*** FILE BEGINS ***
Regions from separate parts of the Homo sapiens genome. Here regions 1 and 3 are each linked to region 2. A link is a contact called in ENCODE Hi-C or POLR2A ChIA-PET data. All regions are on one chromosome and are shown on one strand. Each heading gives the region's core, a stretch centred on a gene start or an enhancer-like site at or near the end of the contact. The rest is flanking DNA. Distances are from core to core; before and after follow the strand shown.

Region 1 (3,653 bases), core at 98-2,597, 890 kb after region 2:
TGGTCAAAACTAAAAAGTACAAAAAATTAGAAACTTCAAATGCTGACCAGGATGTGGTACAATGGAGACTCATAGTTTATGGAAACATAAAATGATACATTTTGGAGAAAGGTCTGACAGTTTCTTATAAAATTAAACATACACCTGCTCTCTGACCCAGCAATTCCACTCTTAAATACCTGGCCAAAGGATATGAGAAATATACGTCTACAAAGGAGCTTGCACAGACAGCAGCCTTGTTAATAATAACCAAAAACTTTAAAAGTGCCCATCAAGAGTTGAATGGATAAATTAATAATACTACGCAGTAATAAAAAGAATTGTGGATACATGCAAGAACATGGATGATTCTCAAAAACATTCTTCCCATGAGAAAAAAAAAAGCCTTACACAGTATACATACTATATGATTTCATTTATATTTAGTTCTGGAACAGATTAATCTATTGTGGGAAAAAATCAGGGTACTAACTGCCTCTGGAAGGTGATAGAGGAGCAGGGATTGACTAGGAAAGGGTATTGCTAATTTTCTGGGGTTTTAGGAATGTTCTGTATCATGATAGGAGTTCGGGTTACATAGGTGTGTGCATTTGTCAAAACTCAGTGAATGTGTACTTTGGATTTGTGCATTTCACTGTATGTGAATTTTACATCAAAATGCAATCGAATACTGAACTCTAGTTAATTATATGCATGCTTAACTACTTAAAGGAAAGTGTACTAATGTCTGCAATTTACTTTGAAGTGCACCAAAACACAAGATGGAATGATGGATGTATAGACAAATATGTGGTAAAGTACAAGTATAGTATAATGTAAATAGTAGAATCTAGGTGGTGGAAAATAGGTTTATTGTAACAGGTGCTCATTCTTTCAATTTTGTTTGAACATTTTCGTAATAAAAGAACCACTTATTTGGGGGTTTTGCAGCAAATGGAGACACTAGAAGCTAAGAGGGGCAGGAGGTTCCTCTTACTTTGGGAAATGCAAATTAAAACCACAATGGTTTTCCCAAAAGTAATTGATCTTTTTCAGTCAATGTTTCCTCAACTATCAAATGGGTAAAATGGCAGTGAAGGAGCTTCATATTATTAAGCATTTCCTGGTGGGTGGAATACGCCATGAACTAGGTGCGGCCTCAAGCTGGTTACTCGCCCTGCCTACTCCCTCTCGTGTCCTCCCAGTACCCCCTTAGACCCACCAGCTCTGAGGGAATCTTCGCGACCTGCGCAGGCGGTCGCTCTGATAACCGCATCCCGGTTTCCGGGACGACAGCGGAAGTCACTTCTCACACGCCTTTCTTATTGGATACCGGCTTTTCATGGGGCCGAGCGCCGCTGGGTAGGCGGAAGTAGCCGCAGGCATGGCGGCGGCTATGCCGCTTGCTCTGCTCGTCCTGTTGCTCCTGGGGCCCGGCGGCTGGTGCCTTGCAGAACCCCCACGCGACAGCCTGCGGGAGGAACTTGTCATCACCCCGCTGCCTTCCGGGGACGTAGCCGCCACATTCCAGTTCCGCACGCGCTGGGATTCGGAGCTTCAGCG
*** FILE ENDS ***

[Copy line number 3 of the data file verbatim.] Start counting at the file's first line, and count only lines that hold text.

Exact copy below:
TGGTCAAAACTAAAAAGTACAAAAAATTAGAAACTTCAAATGCTGACCAGGATGTGGTACAATGGAGACTCATAGTTTATGGAAACATAAAATGATACATTTTGGAGAAAGGTCTGACAGTTTCTTATAAAATTAAACATACACCTGCTCTCTGACCCAGCAATTCCACTCTTAAATACCTGGCCAAAGGATATGAGAAATATACGTCTACAAAGGAGCTTGCACAGACAGCAGCCTTGTTAATAATAACCAAAAACTTTAAAAGTGCCCATCAAGAGTTGAATGGATAAATTAATAATACTACGCAGTAATAAAAAGAATTGTGGATACATGCAAGAACATGGATGATTCTCAAAAACATTCTTCCCATGAGAAAAAAAAAAGCCTTACACAGTATACATACTATATGATTTCATTTATATTTAGTTCTGGAACAGATTAATCTATTGTGGGAAAAAATCAGGGTACTAACTGCCTCTGGAAGGTGATAGAGGAGCAGGGATTGACTAGGAAAGGGTATTGCTAATTTTCTGGGGTTTTAGGAATGTTCTGTATCATGATAGGAGTTCGGGTTACATAGGTGTGTGCATTTGTCAAAACTCAGTGAATGTGTACTTTGGATTTGTGCATTTCACTGTATGTGAATTTTACATCAAAATGCAATCGAATACTGAACTCTAGTTAATTATATGCATGCTTAACTACTTAAAGGAAAGTGTACTAATGTCTGCAATTTACTTTGAAGTGCACCAAAACACAAGATGGAATGATGGATGTATAGACAAATATGTGGTAAAGTACAAGTATAGTATAATGTAAATAGTAGAATCTAGGTGGTGGAAAATAGGTTTATTGTAACAGGTGCTCATTCTTTCAATTTTGTTTGAACATTTTCGTAATAAAAGAACCACTTATTTGGGGGTTTTGCAGCAAATGGAGACACTAGAAGCTAAGAGGGGCAGGAGGTTCCTCTTACTTTGGGAAATGCAAATTAAAACCACAATGGTTTTCCCAAAAGTAATTGATCTTTTTCAGTCAATGTTTCCTCAACTATCAAATGGGTAAAATGGCAGTGAAGGAGCTTCATATTATTAAGCATTTCCTGGTGGGTGGAATACGCCATGAACTAGGTGCGGCCTCAAGCTGGTTACTCGCCCTGCCTACTCCCTCTCGTGTCCTCCCAGTACCCCCTTAGACCCACCAGCTCTGAGGGAATCTTCGCGACCTGCGCAGGCGGTCGCTCTGATAACCGCATCCCGGTTTCCGGGACGACAGCGGAAGTCACTTCTCACACGCCTTTCTTATTGGATACCGGCTTTTCATGGGGCCGAGCGCCGCTGGGTAGGCGGAAGTAGCCGCAGGCATGGCGGCGGCTATGCCGCTTGCTCTGCTCGTCCTGTTGCTCCTGGGGCCCGGCGGCTGGTGCCTTGCAGAACCCCCACGCGACAGCCTGCGGGAGGAACTTGTCATCACCCCGCTGCCTTCCGGGGACGTAGCCGCCACATTCCAGTTCCGCACGCGCTGGGATTCGGAGCTTCAGCG